Thursday, December 25, 2008


My Italian host family used to talk about making Limoncello. They insisted one had to use lemons from Sicily. I used Lemons from the natural foods co-op. They're probably not from Sicily, but they're organic. I gave them a good scrub anyway.
Martha Stewart's recipe is pretty straightforward. I used Prairie organic vodka (since Everclear is illegal in this state). Make sure not to get any of the pith when peeling lemons, it will make the vodka bitter. I steeped the peel + vodka in large jars for several weeks instead of days.
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All that soaking produces flecks of schmutz, so I used coffee filters and a small funnel to filter the lemon vodka. By the way, I can't wait to experiment with other infused vodkas. 

I used organic sugar for the sugar solution, which isn't totally white. The result is a duller, cloudier Limoncello, but still delicious.
One of these bottles had to be re-filtered due to rogue flecks. I tried to ship a bottle to my brother in LA and learned the U.S. Postal Service prohibits the shipping of alcohol. Who knew?

Spiral Rib Hat

Let me document the fact that I was sitting in my car on Christmas Eve day, having just run to The Yarnery for one more skein of yarn, the car was running to keep me warm, and I was knitting. I mean, I was due to arrive at our Christmas celebration and the wrapping for the gift I was finishing was sitting in the seat next to me. Next year I must remember: there are only so many items that can be knit in the few weeks before Christmas.

But this was one of them. And the recipient seems to like it quite a lot.
It's an M.L. Egan design. But M.L. doesn't seem to have a Web site.

Sunday, December 21, 2008

Sponge Candy

Sponge candy (or angel food candy, as we call it) has been a Christmas favorite in my family. My grandpa taught me how to make it and, since the process is easiest with two people, I asked if we could make it together this year.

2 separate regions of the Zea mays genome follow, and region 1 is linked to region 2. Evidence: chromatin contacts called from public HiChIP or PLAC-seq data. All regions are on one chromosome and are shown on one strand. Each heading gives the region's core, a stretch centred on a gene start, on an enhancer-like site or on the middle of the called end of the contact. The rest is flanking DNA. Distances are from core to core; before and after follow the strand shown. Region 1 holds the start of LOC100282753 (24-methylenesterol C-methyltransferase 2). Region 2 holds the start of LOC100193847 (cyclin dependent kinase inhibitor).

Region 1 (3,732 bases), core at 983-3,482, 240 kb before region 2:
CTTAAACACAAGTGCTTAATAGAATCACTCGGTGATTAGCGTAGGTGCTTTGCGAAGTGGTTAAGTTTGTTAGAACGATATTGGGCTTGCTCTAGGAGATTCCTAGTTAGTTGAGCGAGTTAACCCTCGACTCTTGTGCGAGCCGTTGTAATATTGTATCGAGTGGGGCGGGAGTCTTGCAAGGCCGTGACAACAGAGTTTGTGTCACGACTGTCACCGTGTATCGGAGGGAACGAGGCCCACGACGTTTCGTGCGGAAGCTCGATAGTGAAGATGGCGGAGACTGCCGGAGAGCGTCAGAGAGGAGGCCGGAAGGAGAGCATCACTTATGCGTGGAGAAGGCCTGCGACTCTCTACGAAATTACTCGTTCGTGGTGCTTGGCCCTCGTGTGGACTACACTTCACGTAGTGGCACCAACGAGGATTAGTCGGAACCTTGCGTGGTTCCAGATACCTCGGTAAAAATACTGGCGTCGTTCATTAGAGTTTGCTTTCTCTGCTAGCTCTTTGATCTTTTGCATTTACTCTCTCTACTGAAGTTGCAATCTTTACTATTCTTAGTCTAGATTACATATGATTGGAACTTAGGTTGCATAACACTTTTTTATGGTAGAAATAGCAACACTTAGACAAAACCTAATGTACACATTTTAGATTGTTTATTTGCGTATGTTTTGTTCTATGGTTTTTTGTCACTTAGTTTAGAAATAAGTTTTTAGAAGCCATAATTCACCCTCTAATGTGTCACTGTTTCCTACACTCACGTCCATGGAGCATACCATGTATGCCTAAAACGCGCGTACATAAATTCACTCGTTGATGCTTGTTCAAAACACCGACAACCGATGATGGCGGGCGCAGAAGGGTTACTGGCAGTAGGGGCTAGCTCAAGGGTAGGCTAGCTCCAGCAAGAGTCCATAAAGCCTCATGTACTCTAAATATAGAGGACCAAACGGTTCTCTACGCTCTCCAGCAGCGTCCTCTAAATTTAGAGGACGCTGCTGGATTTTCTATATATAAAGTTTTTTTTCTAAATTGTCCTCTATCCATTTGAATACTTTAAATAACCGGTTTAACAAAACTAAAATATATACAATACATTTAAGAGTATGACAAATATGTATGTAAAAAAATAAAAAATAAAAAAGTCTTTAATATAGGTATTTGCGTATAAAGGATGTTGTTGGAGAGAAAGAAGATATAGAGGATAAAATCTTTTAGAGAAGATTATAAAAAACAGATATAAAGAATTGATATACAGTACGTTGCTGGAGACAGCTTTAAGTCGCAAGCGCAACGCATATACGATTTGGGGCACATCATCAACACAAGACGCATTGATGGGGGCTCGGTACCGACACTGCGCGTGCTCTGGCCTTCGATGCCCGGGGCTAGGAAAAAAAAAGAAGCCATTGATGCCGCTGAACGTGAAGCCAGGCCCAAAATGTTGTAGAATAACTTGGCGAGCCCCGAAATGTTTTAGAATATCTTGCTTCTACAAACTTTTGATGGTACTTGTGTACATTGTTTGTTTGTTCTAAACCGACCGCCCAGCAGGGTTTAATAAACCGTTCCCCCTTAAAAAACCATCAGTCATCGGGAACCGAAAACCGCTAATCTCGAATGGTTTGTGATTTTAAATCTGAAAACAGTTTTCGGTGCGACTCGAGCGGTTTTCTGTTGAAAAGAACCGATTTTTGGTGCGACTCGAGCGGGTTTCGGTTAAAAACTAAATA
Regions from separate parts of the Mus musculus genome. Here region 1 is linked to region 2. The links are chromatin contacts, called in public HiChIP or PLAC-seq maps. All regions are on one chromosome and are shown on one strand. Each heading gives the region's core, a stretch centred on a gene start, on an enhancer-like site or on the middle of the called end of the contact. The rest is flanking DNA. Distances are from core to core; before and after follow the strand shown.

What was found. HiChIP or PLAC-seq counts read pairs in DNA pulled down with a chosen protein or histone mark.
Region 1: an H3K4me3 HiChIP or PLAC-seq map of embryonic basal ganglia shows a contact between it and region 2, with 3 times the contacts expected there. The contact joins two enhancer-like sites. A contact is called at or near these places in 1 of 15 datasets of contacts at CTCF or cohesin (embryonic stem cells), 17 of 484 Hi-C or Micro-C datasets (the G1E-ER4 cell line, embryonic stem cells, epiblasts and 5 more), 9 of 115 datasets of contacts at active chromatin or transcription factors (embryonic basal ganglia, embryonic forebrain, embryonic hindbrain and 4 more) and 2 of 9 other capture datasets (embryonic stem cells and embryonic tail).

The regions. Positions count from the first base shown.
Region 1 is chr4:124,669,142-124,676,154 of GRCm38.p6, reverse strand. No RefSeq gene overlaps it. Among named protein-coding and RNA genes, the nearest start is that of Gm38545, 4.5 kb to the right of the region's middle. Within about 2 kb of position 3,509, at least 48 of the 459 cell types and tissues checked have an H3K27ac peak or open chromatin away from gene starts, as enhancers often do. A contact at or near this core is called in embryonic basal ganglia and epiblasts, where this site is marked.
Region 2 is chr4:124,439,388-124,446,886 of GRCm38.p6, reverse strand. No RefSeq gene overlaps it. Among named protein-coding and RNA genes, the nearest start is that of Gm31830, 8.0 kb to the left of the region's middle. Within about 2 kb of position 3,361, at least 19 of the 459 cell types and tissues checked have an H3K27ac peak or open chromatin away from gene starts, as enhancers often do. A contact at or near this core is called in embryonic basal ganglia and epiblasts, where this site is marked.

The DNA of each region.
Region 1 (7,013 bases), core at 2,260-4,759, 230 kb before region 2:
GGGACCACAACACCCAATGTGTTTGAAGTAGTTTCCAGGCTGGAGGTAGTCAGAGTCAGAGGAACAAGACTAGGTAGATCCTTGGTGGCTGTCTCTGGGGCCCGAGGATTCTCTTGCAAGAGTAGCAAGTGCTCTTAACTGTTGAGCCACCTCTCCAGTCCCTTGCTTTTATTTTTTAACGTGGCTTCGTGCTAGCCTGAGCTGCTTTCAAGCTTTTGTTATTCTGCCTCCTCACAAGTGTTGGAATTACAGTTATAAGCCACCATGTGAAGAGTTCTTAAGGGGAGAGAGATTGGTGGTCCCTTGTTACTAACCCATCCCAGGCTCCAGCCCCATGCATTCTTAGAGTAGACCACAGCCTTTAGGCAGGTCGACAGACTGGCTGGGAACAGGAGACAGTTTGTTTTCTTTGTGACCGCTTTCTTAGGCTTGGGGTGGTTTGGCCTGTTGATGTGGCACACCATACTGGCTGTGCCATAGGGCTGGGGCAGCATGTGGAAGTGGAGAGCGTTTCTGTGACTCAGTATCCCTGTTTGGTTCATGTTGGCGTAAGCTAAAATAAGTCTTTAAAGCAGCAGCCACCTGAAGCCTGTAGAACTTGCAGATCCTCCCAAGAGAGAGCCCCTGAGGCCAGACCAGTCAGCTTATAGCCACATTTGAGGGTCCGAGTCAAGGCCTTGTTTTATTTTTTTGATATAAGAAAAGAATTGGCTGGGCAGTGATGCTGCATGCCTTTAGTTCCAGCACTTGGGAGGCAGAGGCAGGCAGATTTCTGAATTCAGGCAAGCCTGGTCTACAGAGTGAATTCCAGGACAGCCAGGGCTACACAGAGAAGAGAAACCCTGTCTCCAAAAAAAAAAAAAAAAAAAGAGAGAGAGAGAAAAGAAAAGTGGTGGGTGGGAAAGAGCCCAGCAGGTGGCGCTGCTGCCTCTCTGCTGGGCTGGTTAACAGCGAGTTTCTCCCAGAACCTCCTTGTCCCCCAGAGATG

It's basically all sugar, as is the case with any good Christmas candy.

The recipe calls for a tablespoon of vinegar. Once the candy reaches 300 degrees, you add a tablespoon of baking soda. The reaction between the soda and vinegar causes the liquid to start to foam. You have to mix it quickly, thoroughly, and dump it into the buttered pan so it doesn't collapse. This is where two people come in handy: one to hold the hot pan, ready to dump, while the other quickly mixes the soda and scrapes the pan with a spatula.
It heaves and grows in the pan for a while, then hardens as it cools. The result is a hard honeycomb.
Melt chocolate (with a bit of paraffin, of course, to make sure it hardens when cools)
Pure sugar. Pure deliciousness.

Tuesday, December 9, 2008

Checkbook cover

I experimented with oilcloth for a checkbook cover and it did not sew well. This version was made with the leftover yoga mat bag fabric.

Sunday, December 7, 2008


This weekend I hit the No Coast Craft-o-Rama (sadly, Sharon wasn't with me). One vendor was selling personalized kids' superhero t-shirts. Instead of buying one for $30, I copied them with cheap t-shirts and felt. My niece Cora is 1 & a half and my nephew Xavier is 3. Soon they will be Super Cora and Super Xavier.

Xavier and Cora will soon have a new baby brother or sister, as well as a new baby cousin. The babies-to-be will get onesies for Christmas.